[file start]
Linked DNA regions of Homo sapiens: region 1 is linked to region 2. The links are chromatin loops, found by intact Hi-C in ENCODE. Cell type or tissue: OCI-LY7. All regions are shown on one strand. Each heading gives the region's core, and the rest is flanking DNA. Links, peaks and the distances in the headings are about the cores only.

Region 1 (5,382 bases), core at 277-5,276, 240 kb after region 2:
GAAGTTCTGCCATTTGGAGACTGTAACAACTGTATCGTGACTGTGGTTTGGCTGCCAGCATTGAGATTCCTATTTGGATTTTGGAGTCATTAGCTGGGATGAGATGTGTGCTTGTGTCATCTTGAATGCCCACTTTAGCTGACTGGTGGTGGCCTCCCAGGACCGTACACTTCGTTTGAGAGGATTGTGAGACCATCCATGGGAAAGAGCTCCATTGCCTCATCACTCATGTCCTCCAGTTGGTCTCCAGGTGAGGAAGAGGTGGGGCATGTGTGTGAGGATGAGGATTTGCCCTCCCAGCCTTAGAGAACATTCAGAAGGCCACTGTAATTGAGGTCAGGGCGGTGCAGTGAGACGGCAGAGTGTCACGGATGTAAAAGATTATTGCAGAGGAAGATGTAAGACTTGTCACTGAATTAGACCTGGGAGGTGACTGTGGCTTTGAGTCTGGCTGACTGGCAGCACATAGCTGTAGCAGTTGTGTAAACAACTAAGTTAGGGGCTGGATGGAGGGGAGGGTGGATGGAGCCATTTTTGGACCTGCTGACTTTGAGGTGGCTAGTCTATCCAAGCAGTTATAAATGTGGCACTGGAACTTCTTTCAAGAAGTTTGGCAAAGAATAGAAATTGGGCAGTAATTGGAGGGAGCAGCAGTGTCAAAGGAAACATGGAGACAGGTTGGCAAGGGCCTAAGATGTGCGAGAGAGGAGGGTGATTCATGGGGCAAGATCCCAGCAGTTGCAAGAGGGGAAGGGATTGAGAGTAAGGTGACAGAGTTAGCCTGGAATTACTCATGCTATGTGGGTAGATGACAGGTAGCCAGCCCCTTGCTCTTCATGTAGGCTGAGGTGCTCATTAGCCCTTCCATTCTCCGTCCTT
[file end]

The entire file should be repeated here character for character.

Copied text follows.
Linked DNA regions of Homo sapiens: region 1 is linked to region 2. The links are chromatin loops, found by intact Hi-C in ENCODE. Cell type or tissue: OCI-LY7. All regions are shown on one strand. Each heading gives the region's core, and the rest is flanking DNA. Links, peaks and the distances in the headings are about the cores only.

Region 1 (5,382 bases), core at 277-5,276, 240 kb after region 2:
GAAGTTCTGCCATTTGGAGACTGTAACAACTGTATCGTGACTGTGGTTTGGCTGCCAGCATTGAGATTCCTATTTGGATTTTGGAGTCATTAGCTGGGATGAGATGTGTGCTTGTGTCATCTTGAATGCCCACTTTAGCTGACTGGTGGTGGCCTCCCAGGACCGTACACTTCGTTTGAGAGGATTGTGAGACCATCCATGGGAAAGAGCTCCATTGCCTCATCACTCATGTCCTCCAGTTGGTCTCCAGGTGAGGAAGAGGTGGGGCATGTGTGTGAGGATGAGGATTTGCCCTCCCAGCCTTAGAGAACATTCAGAAGGCCACTGTAATTGAGGTCAGGGCGGTGCAGTGAGACGGCAGAGTGTCACGGATGTAAAAGATTATTGCAGAGGAAGATGTAAGACTTGTCACTGAATTAGACCTGGGAGGTGACTGTGGCTTTGAGTCTGGCTGACTGGCAGCACATAGCTGTAGCAGTTGTGTAAACAACTAAGTTAGGGGCTGGATGGAGGGGAGGGTGGATGGAGCCATTTTTGGACCTGCTGACTTTGAGGTGGCTAGTCTATCCAAGCAGTTATAAATGTGGCACTGGAACTTCTTTCAAGAAGTTTGGCAAAGAATAGAAATTGGGCAGTAATTGGAGGGAGCAGCAGTGTCAAAGGAAACATGGAGACAGGTTGGCAAGGGCCTAAGATGTGCGAGAGAGGAGGGTGATTCATGGGGCAAGATCCCAGCAGTTGCAAGAGGGGAAGGGATTGAGAGTAAGGTGACAGAGTTAGCCTGGAATTACTCATGCTATGTGGGTAGATGACAGGTAGCCAGCCCCTTGCTCTTCATGTAGGCTGAGGTGCTCATTAGCCCTTCCATTCTCCGTCCTT